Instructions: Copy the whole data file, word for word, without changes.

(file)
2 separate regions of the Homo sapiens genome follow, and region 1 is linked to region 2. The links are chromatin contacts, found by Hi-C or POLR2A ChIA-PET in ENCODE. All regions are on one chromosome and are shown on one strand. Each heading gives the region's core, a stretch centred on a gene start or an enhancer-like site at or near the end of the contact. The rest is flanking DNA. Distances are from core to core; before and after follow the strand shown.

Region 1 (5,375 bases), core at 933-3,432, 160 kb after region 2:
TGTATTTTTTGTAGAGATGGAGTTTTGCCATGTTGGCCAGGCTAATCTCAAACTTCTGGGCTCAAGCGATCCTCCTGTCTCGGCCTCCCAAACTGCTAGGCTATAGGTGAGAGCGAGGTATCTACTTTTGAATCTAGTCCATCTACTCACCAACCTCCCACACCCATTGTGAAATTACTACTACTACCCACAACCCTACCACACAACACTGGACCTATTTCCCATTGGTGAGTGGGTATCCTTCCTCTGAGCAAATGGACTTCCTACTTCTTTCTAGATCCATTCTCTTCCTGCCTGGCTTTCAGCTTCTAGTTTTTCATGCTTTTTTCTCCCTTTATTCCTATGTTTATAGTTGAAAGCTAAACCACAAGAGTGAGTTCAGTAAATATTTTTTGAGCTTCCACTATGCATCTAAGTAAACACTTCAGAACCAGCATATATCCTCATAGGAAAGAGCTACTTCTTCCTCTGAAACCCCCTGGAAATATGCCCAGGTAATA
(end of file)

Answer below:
2 separate regions of the Homo sapiens genome follow, and region 1 is linked to region 2. The links are chromatin contacts, found by Hi-C or POLR2A ChIA-PET in ENCODE. All regions are on one chromosome and are shown on one strand. Each heading gives the region's core, a stretch centred on a gene start or an enhancer-like site at or near the end of the contact. The rest is flanking DNA. Distances are from core to core; before and after follow the strand shown.

Region 1 (5,375 bases), core at 933-3,432, 160 kb after region 2:
TGTATTTTTTGTAGAGATGGAGTTTTGCCATGTTGGCCAGGCTAATCTCAAACTTCTGGGCTCAAGCGATCCTCCTGTCTCGGCCTCCCAAACTGCTAGGCTATAGGTGAGAGCGAGGTATCTACTTTTGAATCTAGTCCATCTACTCACCAACCTCCCACACCCATTGTGAAATTACTACTACTACCCACAACCCTACCACACAACACTGGACCTATTTCCCATTGGTGAGTGGGTATCCTTCCTCTGAGCAAATGGACTTCCTACTTCTTTCTAGATCCATTCTCTTCCTGCCTGGCTTTCAGCTTCTAGTTTTTCATGCTTTTTTCTCCCTTTATTCCTATGTTTATAGTTGAAAGCTAAACCACAAGAGTGAGTTCAGTAAATATTTTTTGAGCTTCCACTATGCATCTAAGTAAACACTTCAGAACCAGCATATATCCTCATAGGAAAGAGCTACTTCTTCCTCTGAAACCCCCTGGAAATATGCCCAGGTAATA